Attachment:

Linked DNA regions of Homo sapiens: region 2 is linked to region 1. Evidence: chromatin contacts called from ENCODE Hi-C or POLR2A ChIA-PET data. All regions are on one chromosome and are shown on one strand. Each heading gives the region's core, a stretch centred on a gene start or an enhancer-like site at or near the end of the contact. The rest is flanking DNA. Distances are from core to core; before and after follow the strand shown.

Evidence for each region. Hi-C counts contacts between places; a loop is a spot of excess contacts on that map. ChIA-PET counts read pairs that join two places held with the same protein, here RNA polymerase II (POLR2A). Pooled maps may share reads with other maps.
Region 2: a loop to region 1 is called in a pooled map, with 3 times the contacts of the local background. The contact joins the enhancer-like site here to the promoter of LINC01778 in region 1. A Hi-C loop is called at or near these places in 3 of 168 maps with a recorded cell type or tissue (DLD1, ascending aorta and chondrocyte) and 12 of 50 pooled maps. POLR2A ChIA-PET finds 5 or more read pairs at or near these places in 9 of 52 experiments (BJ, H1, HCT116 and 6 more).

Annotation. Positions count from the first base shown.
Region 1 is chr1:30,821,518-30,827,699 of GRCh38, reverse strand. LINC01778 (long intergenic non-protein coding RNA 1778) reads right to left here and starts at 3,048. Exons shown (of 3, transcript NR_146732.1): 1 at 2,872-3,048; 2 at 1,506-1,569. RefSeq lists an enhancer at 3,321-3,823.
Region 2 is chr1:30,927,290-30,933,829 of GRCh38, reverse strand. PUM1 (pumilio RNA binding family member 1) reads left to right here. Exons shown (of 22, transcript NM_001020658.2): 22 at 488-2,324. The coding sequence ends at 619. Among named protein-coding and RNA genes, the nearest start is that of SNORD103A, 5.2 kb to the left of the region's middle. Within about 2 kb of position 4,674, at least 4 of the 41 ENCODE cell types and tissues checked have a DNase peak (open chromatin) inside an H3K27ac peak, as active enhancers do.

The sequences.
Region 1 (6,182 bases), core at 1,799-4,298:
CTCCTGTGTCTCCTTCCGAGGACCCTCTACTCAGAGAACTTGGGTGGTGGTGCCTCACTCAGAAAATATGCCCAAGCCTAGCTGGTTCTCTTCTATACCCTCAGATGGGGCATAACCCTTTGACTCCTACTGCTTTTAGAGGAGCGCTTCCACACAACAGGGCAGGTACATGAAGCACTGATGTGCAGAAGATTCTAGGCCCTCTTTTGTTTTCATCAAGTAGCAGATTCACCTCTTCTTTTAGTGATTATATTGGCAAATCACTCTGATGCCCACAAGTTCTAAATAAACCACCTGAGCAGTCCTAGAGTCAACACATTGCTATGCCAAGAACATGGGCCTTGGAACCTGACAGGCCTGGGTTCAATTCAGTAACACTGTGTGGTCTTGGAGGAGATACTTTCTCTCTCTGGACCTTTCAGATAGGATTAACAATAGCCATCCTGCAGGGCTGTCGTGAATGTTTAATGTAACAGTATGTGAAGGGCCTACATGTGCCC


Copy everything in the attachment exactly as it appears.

Linked DNA regions of Homo sapiens: region 2 is linked to region 1. Evidence: chromatin contacts called from ENCODE Hi-C or POLR2A ChIA-PET data. All regions are on one chromosome and are shown on one strand. Each heading gives the region's core, a stretch centred on a gene start or an enhancer-like site at or near the end of the contact. The rest is flanking DNA. Distances are from core to core; before and after follow the strand shown.

Evidence for each region. Hi-C counts contacts between places; a loop is a spot of excess contacts on that map. ChIA-PET counts read pairs that join two places held with the same protein, here RNA polymerase II (POLR2A). Pooled maps may share reads with other maps.
Region 2: a loop to region 1 is called in a pooled map, with 3 times the contacts of the local background. The contact joins the enhancer-like site here to the promoter of LINC01778 in region 1. A Hi-C loop is called at or near these places in 3 of 168 maps with a recorded cell type or tissue (DLD1, ascending aorta and chondrocyte) and 12 of 50 pooled maps. POLR2A ChIA-PET finds 5 or more read pairs at or near these places in 9 of 52 experiments (BJ, H1, HCT116 and 6 more).

Annotation. Positions count from the first base shown.
Region 1 is chr1:30,821,518-30,827,699 of GRCh38, reverse strand. LINC01778 (long intergenic non-protein coding RNA 1778) reads right to left here and starts at 3,048. Exons shown (of 3, transcript NR_146732.1): 1 at 2,872-3,048; 2 at 1,506-1,569. RefSeq lists an enhancer at 3,321-3,823.
Region 2 is chr1:30,927,290-30,933,829 of GRCh38, reverse strand. PUM1 (pumilio RNA binding family member 1) reads left to right here. Exons shown (of 22, transcript NM_001020658.2): 22 at 488-2,324. The coding sequence ends at 619. Among named protein-coding and RNA genes, the nearest start is that of SNORD103A, 5.2 kb to the left of the region's middle. Within about 2 kb of position 4,674, at least 4 of the 41 ENCODE cell types and tissues checked have a DNase peak (open chromatin) inside an H3K27ac peak, as active enhancers do.

The sequences.
Region 1 (6,182 bases), core at 1,799-4,298:
CTCCTGTGTCTCCTTCCGAGGACCCTCTACTCAGAGAACTTGGGTGGTGGTGCCTCACTCAGAAAATATGCCCAAGCCTAGCTGGTTCTCTTCTATACCCTCAGATGGGGCATAACCCTTTGACTCCTACTGCTTTTAGAGGAGCGCTTCCACACAACAGGGCAGGTACATGAAGCACTGATGTGCAGAAGATTCTAGGCCCTCTTTTGTTTTCATCAAGTAGCAGATTCACCTCTTCTTTTAGTGATTATATTGGCAAATCACTCTGATGCCCACAAGTTCTAAATAAACCACCTGAGCAGTCCTAGAGTCAACACATTGCTATGCCAAGAACATGGGCCTTGGAACCTGACAGGCCTGGGTTCAATTCAGTAACACTGTGTGGTCTTGGAGGAGATACTTTCTCTCTCTGGACCTTTCAGATAGGATTAACAATAGCCATCCTGCAGGGCTGTCGTGAATGTTTAATGTAACAGTATGTGAAGGGCCTACATGTGCCC